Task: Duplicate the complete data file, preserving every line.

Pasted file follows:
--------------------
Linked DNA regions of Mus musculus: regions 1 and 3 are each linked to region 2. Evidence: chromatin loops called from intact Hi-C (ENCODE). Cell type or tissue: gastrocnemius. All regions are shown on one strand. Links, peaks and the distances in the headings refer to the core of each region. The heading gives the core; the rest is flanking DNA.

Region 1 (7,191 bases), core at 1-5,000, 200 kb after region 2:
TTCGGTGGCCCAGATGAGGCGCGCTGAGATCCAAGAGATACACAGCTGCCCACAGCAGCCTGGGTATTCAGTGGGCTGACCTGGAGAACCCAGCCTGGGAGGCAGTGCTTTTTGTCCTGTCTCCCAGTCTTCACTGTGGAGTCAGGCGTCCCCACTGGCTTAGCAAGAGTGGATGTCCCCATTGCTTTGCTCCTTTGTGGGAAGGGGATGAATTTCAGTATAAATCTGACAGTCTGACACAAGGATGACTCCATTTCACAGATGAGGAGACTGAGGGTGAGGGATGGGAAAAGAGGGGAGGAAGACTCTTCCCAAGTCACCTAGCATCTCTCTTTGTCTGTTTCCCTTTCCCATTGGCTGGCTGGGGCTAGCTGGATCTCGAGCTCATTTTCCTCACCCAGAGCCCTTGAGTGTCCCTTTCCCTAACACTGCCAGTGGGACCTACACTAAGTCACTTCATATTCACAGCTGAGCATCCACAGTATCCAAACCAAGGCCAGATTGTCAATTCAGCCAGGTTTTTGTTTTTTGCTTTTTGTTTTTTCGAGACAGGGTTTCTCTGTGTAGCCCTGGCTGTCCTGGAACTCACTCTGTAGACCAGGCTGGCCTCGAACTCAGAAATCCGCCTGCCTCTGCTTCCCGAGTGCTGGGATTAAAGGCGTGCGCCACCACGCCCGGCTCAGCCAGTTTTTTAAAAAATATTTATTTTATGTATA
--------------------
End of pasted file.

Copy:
Linked DNA regions of Mus musculus: regions 1 and 3 are each linked to region 2. Evidence: chromatin loops called from intact Hi-C (ENCODE). Cell type or tissue: gastrocnemius. All regions are shown on one strand. Links, peaks and the distances in the headings refer to the core of each region. The heading gives the core; the rest is flanking DNA.

Region 1 (7,191 bases), core at 1-5,000, 200 kb after region 2:
TTCGGTGGCCCAGATGAGGCGCGCTGAGATCCAAGAGATACACAGCTGCCCACAGCAGCCTGGGTATTCAGTGGGCTGACCTGGAGAACCCAGCCTGGGAGGCAGTGCTTTTTGTCCTGTCTCCCAGTCTTCACTGTGGAGTCAGGCGTCCCCACTGGCTTAGCAAGAGTGGATGTCCCCATTGCTTTGCTCCTTTGTGGGAAGGGGATGAATTTCAGTATAAATCTGACAGTCTGACACAAGGATGACTCCATTTCACAGATGAGGAGACTGAGGGTGAGGGATGGGAAAAGAGGGGAGGAAGACTCTTCCCAAGTCACCTAGCATCTCTCTTTGTCTGTTTCCCTTTCCCATTGGCTGGCTGGGGCTAGCTGGATCTCGAGCTCATTTTCCTCACCCAGAGCCCTTGAGTGTCCCTTTCCCTAACACTGCCAGTGGGACCTACACTAAGTCACTTCATATTCACAGCTGAGCATCCACAGTATCCAAACCAAGGCCAGATTGTCAATTCAGCCAGGTTTTTGTTTTTTGCTTTTTGTTTTTTCGAGACAGGGTTTCTCTGTGTAGCCCTGGCTGTCCTGGAACTCACTCTGTAGACCAGGCTGGCCTCGAACTCAGAAATCCGCCTGCCTCTGCTTCCCGAGTGCTGGGATTAAAGGCGTGCGCCACCACGCCCGGCTCAGCCAGTTTTTTAAAAAATATTTATTTTATGTATA